Despite the General’s active social media presence, the opposition remains largely untrained and unarmed. María Corina Machado, a member of the opposition and former presidential candidate, told the Brazilian Senate last week: “It’s not true that there is a civil war going on in Venezuela at the moment. What is going on is a war against civilians, waged by a small group in control of the Venezuelan state.” Machado was just dismissed from her position as a congresswoman in the country’s National Assembly because she had criticized government policies at a recent Organization of American States meeting after Panama invited her to take its ambassador’s seat. This is not the first time Machado has openly tangled with Chavistas, as Venezuela’s ruling party members are known; last year she was physically attacked by a Chavista member of the National Assembly during a plenary session, suffering five facial fractures.
Machado isn’t the only political activist to be punished. On Mar. 24, three generals were detained for “conspiring against the government” and accused of planning a coup, according to press reports. No details apart from their names have been released and the generals have denied the charges. Daniel Ceballos, mayor of San Cristobal, a hotbed of anti-government protest, was arrested last month in a hotel in the capital by agents of Venezuela’s intelligence service. Maduro accused Ceballos of “whipping up unrest to carry out a coup” after Ceballos told El Universal, the country’s leading paper, that in his opinion police and soldiers have used excessive force against protesters.
Enzo Scarano is mayor of San Diego, a city of about 200,000 in Venezuela’s north, and is a member of the opposition party, Popular Will. Scarano was sentenced to 10 months in prison for not clearing protesters’ barricades quickly enough.
And Leopoldo Lopez, a primary opposition leader, was arrested in the early days of protests and jailed for 45 days before finally being charged last week with arson and conspiracy.
The backdrop to the protests—and the state’s corresponding repression—is a staggering economic crisis. The country’s main source of income comes from oil, the production of which is overseen by state-owned Petróleos de Venezuela. Petróleos’ output has shrunk from 3.3 million barrels a day in 1998 to 2.3 million barrels today, despite managing the world’s largest oil reserve. Venezuela’s foreign debt is now over $200 billion dollars, and the inflation rate, which rose steadily under Chávez, is approaching a dizzying 57 percent. (Despite the foreign debt, the regime still gives away the equivalent of $12 billion dollars a year to Cuba.) The economic insecurity has led to the unrest. Last year a Venezuelan was murdered every 20 minutes, and 98 percent of murders were never resolved in a court of law. That translates into 25,000 civilian deaths, almost three times the number of Americans killed in the Iraq War.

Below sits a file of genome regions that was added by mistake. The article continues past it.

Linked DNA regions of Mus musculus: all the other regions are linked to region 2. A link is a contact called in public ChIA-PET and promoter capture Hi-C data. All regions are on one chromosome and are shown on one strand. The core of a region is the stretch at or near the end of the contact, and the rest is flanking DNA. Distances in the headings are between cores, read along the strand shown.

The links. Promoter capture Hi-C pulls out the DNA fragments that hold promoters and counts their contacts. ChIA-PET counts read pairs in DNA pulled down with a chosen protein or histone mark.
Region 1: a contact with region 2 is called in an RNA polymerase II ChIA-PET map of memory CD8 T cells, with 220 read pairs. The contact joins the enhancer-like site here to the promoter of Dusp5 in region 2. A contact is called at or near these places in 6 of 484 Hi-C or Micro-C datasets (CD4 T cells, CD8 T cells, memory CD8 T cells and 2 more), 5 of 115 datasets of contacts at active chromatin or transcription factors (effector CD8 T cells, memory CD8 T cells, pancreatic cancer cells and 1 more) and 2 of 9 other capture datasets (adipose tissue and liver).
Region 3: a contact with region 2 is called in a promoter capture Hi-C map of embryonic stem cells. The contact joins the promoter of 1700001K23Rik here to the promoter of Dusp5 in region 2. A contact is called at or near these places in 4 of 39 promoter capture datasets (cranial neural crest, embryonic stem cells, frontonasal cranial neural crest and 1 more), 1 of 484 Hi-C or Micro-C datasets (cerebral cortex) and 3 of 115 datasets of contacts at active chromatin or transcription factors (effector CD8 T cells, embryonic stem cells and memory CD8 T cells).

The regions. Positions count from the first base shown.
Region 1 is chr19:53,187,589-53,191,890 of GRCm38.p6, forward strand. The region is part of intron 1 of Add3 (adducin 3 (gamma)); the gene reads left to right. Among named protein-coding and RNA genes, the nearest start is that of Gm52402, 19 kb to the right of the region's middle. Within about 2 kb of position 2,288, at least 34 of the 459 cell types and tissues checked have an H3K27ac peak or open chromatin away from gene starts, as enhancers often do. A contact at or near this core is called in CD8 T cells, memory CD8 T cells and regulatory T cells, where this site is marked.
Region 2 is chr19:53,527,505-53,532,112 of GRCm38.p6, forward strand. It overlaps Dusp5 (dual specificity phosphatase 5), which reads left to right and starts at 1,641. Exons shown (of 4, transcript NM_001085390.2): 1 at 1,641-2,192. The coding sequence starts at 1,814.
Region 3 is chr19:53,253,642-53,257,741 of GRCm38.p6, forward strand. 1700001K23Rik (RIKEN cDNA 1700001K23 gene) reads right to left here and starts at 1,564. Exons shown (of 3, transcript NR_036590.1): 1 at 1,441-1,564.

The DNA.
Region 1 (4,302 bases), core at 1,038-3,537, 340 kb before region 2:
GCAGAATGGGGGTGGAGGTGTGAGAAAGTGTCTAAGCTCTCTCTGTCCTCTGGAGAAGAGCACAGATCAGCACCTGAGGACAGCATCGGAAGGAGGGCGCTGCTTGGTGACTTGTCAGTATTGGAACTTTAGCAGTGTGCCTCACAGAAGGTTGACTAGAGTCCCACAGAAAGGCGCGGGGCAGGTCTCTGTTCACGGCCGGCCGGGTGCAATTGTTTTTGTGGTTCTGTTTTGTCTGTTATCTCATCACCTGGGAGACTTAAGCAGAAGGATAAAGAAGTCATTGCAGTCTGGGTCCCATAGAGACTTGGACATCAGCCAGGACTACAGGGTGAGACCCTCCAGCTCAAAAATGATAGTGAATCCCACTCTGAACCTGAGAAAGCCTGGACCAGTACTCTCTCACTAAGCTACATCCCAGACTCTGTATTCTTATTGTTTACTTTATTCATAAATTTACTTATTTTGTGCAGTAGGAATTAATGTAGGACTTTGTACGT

Despite the mass protests, the opposition has struggled to gain traction amid internal power struggles. Still, popular opinion may be shifting. A survey published this week by the Instituto Venezolano de Analisis de Datos found that since October, the number of people who identify as Chavistas has fallen from 42 percent to 33 percent. Fifty-five percent of Venezuelans, according to the survey, now think Maduro’s government isn’t democratic. Most striking, 53.4 percent think Maduro should resign.
With the opposition mostly unarmed, regime change may depend on the loyalty of the country’s military. Venezuela’s history is rife with examples of the military’s political influence—Chávez himself led an unsuccessful coup in 1992 and survived a coup attempt a decade later. Maduro has continued Chávez’s tradition of maintaining the military’s privileges, with ample salaries and special funds for the armed forces’ education, recreation, and social security. With seven senior cabinet ministers, 10 junior ones, and 11 state governors drawn from the armed forces, Maduro’s government has been able to maintain close ties.
That’s why General Vivas offers the opposition hope. If public sentiment is indeed starting to turn against Maduro, more military officials could conceivably break ranks.